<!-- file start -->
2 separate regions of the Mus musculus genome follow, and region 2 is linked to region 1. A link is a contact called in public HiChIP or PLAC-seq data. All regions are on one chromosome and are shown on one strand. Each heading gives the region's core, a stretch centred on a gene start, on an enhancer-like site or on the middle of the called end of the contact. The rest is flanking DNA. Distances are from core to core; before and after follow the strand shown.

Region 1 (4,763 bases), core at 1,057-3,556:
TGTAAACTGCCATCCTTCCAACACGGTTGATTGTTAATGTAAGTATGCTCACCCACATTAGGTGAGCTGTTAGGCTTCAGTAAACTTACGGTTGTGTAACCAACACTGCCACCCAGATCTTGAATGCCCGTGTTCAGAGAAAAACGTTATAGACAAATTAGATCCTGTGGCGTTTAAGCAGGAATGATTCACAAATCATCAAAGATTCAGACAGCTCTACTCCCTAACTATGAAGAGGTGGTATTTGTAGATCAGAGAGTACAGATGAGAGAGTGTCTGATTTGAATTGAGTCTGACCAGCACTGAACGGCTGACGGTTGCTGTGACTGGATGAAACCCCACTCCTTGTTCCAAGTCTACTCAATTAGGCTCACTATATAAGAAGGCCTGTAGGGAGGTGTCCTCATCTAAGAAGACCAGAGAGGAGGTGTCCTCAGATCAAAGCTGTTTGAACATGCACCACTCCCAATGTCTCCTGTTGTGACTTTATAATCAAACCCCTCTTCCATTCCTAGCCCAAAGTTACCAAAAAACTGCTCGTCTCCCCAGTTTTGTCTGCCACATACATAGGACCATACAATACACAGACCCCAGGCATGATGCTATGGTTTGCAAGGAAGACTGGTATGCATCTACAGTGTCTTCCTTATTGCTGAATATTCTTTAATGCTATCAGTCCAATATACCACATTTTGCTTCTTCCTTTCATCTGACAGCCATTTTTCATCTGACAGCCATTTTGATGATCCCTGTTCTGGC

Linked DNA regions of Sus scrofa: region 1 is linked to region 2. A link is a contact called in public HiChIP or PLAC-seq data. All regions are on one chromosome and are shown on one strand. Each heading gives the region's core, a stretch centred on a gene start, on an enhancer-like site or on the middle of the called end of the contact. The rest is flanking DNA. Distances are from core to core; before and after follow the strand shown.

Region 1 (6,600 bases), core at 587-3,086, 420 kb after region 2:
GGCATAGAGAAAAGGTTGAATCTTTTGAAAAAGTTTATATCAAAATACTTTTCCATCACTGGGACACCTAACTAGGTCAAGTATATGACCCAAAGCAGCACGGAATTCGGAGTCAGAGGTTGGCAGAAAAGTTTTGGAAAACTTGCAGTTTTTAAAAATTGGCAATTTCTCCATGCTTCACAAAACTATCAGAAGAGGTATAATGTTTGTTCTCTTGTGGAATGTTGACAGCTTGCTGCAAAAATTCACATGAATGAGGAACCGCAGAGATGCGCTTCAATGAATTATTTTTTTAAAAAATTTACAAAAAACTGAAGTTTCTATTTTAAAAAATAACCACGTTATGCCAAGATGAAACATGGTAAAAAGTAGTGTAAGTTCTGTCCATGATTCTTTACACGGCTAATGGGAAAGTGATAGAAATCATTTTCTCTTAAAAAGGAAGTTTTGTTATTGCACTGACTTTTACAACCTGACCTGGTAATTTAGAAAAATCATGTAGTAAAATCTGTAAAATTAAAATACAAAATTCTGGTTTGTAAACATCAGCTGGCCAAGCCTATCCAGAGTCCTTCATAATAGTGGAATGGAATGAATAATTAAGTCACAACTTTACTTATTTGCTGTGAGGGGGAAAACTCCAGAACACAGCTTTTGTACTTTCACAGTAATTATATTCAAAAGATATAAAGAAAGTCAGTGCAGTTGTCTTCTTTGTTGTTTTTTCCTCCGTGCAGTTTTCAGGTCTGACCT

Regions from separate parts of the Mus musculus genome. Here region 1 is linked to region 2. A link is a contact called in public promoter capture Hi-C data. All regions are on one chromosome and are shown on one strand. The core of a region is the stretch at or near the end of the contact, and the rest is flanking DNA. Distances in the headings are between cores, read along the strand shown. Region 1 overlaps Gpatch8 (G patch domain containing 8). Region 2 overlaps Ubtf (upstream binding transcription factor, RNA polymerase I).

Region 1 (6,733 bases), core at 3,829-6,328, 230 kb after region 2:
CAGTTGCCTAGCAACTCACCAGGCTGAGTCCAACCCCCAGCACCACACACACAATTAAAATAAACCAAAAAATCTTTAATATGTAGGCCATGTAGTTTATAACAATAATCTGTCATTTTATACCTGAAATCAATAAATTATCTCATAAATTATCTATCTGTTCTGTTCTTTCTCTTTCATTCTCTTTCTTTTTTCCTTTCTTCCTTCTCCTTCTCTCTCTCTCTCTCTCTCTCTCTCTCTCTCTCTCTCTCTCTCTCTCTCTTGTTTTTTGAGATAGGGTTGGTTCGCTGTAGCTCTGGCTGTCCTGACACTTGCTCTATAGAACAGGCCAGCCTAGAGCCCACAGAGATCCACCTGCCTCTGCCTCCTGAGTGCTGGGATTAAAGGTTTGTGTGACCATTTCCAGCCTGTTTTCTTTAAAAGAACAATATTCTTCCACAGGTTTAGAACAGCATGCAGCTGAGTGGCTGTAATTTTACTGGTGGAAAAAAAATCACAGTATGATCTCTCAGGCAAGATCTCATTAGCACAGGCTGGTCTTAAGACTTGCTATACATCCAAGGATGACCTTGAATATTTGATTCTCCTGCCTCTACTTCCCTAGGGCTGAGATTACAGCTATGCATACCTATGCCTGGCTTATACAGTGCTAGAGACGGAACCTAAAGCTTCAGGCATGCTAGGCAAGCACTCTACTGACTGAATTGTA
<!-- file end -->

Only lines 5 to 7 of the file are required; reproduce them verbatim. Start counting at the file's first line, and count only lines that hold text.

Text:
Region 1 (6,600 bases), core at 587-3,086, 420 kb after region 2:
GGCATAGAGAAAAGGTTGAATCTTTTGAAAAAGTTTATATCAAAATACTTTTCCATCACTGGGACACCTAACTAGGTCAAGTATATGACCCAAAGCAGCACGGAATTCGGAGTCAGAGGTTGGCAGAAAAGTTTTGGAAAACTTGCAGTTTTTAAAAATTGGCAATTTCTCCATGCTTCACAAAACTATCAGAAGAGGTATAATGTTTGTTCTCTTGTGGAATGTTGACAGCTTGCTGCAAAAATTCACATGAATGAGGAACCGCAGAGATGCGCTTCAATGAATTATTTTTTTAAAAAATTTACAAAAAACTGAAGTTTCTATTTTAAAAAATAACCACGTTATGCCAAGATGAAACATGGTAAAAAGTAGTGTAAGTTCTGTCCATGATTCTTTACACGGCTAATGGGAAAGTGATAGAAATCATTTTCTCTTAAAAAGGAAGTTTTGTTATTGCACTGACTTTTACAACCTGACCTGGTAATTTAGAAAAATCATGTAGTAAAATCTGTAAAATTAAAATACAAAATTCTGGTTTGTAAACATCAGCTGGCCAAGCCTATCCAGAGTCCTTCATAATAGTGGAATGGAATGAATAATTAAGTCACAACTTTACTTATTTGCTGTGAGGGGGAAAACTCCAGAACACAGCTTTTGTACTTTCACAGTAATTATATTCAAAAGATATAAAGAAAGTCAGTGCAGTTGTCTTCTTTGTTGTTTTTTCCTCCGTGCAGTTTTCAGGTCTGACCT

Regions from separate parts of the Mus musculus genome. Here region 1 is linked to region 2. A link is a contact called in public promoter capture Hi-C data. All regions are on one chromosome and are shown on one strand. The core of a region is the stretch at or near the end of the contact, and the rest is flanking DNA. Distances in the headings are between cores, read along the strand shown. Region 1 overlaps Gpatch8 (G patch domain containing 8). Region 2 overlaps Ubtf (upstream binding transcription factor, RNA polymerase I).